Latin/grammar

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Question
Dear Maria,
Could you help me with the following (all from de Officiis)

1. ...iis ipsis, quibus benigne videbitur fieri, (I, 42)
Could you give a literal translation of the “quibus” clause?

2. quas enim copias his et suppeditari aequius est et relinqui, eas transferunt ad alienos. (44)
Can “copias” be placed after “eas” so that “eas copias” is the antecedent of “quas”? Also is “his” the indirect obj. of “suppeditari” and “relinqui”, meaning “to them”?

3. Videre etiam licet plerosque non tam natura liberales quam quadam gloria ductos, ut benefici videantur, facere multa, (44)
Does “plerosque” and “facere” form the accu+inf. structure in the clause introduced by “videre”?

4. Sin erunt merita, ut non ineunda, sed referenda sit gratia, (47)
Could you give a literal translation of this sentence?

Thank you.
Robert

Answer
Dear Robert,

1.Here’s the literal translation of  “Videndum est ...., primum ne obsit benignitas et iis ipsis, quibus benigne videbitur fieri et ceteris, deinde.....”(Cicero, De Officiis, I, 42):
”It must  be seen to it (videndum est) first (primum) that (ne) [our] benevolence (benignitas) is not harmful (obsit) either (et, correlative) to those same persons (iis ipsis, dative depending upon “obsit”), to whom (quibus) it will seem (videbitur) to be done (fieri) benevolently (benigne), or (et, correlative) to others (ceteris), secondly (deinde)...”, i.e.:
“First, we  must  see to it, that our benevolence  is not harmful either  to those persons, to whom our benevolence  will seem to be addressed,  or to others, secondly...”.

So, as you can see, the literal translation of the “quibus” clause, i.e. “...iis ipsis, quibus benigne videbitur fieri..”,  is the following:
”to those same persons (iis ipsis, dative depending upon “obsit”), to whom (quibus) it will seem (videbitur) to be done (fieri) benevolently (benigne)...”.



2. In “....quas enim copias his et suppeditari aequius est et relinqui, eas transferunt ad alienos..” (I, 44) the accusative “copias” could  be placed after “eas” so that “eas copias”  would become the antecedent of “quas”.
Anyway in this Latin text the antecedent is just “quas...copias” (literally, “those riches that”), while “eas” (literally, “those”), connecting to the preceding relative “quas”, is used for emphasis.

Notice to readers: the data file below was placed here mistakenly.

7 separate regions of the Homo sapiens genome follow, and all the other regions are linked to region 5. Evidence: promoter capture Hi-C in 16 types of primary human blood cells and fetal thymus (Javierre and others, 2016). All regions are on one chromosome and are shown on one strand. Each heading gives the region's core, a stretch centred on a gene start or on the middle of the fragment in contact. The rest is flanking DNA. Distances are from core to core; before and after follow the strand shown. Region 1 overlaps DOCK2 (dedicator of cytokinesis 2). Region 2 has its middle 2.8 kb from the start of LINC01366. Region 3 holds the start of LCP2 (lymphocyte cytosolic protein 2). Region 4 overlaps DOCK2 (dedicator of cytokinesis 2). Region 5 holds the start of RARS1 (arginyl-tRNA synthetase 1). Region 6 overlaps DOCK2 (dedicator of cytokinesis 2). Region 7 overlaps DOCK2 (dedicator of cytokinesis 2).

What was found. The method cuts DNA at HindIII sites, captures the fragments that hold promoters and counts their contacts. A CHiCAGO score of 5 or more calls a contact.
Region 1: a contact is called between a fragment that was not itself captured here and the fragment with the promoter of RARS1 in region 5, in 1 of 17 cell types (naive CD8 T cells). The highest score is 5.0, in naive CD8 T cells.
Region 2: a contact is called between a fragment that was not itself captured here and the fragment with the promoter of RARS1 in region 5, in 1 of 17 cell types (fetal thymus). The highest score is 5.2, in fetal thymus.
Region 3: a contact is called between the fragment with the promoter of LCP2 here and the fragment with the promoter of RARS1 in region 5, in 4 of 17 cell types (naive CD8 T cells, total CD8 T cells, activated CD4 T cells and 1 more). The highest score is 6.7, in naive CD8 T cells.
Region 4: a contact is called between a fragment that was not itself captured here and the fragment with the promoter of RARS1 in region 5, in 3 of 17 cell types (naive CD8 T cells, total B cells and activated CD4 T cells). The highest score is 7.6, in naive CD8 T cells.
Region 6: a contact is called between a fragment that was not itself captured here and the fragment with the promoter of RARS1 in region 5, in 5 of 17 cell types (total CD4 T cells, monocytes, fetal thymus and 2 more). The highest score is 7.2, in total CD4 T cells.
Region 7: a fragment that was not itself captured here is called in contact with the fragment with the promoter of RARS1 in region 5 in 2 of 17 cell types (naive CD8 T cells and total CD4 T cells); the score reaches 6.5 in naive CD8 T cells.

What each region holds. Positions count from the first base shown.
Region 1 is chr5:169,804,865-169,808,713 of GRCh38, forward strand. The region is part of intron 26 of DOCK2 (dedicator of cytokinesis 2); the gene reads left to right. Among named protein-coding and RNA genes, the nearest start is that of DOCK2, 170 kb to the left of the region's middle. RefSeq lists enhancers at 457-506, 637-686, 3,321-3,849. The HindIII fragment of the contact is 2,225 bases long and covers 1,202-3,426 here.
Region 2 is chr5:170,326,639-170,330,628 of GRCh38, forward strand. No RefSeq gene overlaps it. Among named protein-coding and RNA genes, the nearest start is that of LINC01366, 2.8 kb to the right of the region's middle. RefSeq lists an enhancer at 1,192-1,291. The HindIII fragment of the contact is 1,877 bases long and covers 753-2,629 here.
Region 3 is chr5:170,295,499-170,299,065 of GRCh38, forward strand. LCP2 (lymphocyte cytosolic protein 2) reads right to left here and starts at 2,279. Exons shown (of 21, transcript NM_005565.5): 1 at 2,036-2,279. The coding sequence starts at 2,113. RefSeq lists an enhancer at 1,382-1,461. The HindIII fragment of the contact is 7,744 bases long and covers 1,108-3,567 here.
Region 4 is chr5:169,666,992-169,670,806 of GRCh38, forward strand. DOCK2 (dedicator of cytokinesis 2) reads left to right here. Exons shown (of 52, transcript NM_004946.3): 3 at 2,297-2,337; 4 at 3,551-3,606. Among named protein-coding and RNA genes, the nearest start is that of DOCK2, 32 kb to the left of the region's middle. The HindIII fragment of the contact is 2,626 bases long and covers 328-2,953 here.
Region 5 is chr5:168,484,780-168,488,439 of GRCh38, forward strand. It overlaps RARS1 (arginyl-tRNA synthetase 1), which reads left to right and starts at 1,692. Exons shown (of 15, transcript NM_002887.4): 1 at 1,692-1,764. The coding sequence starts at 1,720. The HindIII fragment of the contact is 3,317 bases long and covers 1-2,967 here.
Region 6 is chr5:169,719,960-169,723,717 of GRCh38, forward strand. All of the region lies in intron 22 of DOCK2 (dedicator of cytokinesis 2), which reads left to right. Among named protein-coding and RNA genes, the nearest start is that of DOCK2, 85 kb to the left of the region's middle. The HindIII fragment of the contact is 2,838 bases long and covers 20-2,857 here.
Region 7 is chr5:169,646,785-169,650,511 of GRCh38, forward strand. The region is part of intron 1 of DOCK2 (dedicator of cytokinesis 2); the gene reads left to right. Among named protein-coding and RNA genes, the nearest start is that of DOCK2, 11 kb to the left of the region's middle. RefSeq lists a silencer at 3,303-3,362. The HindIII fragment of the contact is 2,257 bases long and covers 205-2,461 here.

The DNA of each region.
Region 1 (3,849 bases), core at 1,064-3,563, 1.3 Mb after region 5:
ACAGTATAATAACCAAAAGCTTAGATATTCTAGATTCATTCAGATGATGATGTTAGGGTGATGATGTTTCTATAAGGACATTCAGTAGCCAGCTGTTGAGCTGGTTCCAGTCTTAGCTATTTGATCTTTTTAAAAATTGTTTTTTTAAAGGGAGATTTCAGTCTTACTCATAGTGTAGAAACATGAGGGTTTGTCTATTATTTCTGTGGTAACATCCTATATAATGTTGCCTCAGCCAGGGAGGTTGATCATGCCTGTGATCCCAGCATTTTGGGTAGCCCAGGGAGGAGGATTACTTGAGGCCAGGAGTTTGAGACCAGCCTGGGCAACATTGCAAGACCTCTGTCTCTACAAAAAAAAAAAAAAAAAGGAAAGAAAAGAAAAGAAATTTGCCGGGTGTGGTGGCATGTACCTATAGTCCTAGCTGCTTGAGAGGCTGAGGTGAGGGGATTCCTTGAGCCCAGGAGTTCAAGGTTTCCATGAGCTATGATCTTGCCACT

Please note that when the pronoun "is" would stand in the same case with the relative, it is usually omitted; when the relative precedes, the pronoun "is" is sometimes employed for emphasis.

As for the dative plural “his”, it is the indirect obj. of “suppeditari” and “relinqui” and means “to them” related to “proximos” in the previous sentence, so that “....primum in eo peccant, quod iniuriosi sunt in proximos; quas enim copias his et suppeditari aequius est et relinqui, eas transferunt ad alienos” literally means:
”...first (primum) they do wrong (peccant) because (quod) are (sunt) injurious (iniuriosi) to (in) the closest/next of kin (proximos);in fact(enim) those riches that (quas copias) it would be (est) more just (aequius) to be given (suppeditari) and bequeathed (relinqui) to those persons (his, i.e. “the next of kin”), those [riches] (eas) they give (transferunt) to (in) strangers to the family (alienos)", i.e.:
"first  they do wrong because are injurious to their relatives, for they give to strangers to the family those riches that it would be more just to give and bequeath to those relatives ".



3.In “Videre etiam licet plerosque non tam natura liberales quam quadam gloria ductos, ut benefici videantur, facere multa”(I, 44) “plerosque” and “facere” form  exactly the accu+inf. structure in the clause introduced by “videre”.

Here’s the literal translation:”It is also possible (etiam licet) to see (videre) that most people (plerosque) not so (non tam) generous (liberales) but rather (quam) led (ductos, predicate participle) by a kind of ambition (quadam gloria), make (facere) many things (multa) in order that (ut) they seem (videantur) beneficent/liberal (benefici)”, i.e.
"we can also see that most people who are not so generous,but rather inspired by a kind of ambition, do many deeds in order that they seem beneficent".


4. “Sin erunt merita, ut non ineunda, sed referenda sit gratia, maior quaedam cura adhibenda est...” (I, 47) literally means:
”If however(sin) there will be (erunt) merits (merita), so  that (ut, introducing a result clause)  gratitude (gratia)[of others] must not be gained (non ineunda [sit]), but (sed)  must  be shown /expressed (referenda sit) [by us], still greater diligence (maior quaedam cura) must be used (adhibenda est)”, i.e.:
”If however  there  will be  someone that has  merits towards us, so that we must not gain his gratitude, but on the contrary we must express ours, we have to use a still greater  diligence in being grateful".

Best regards,

Maria

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Maria

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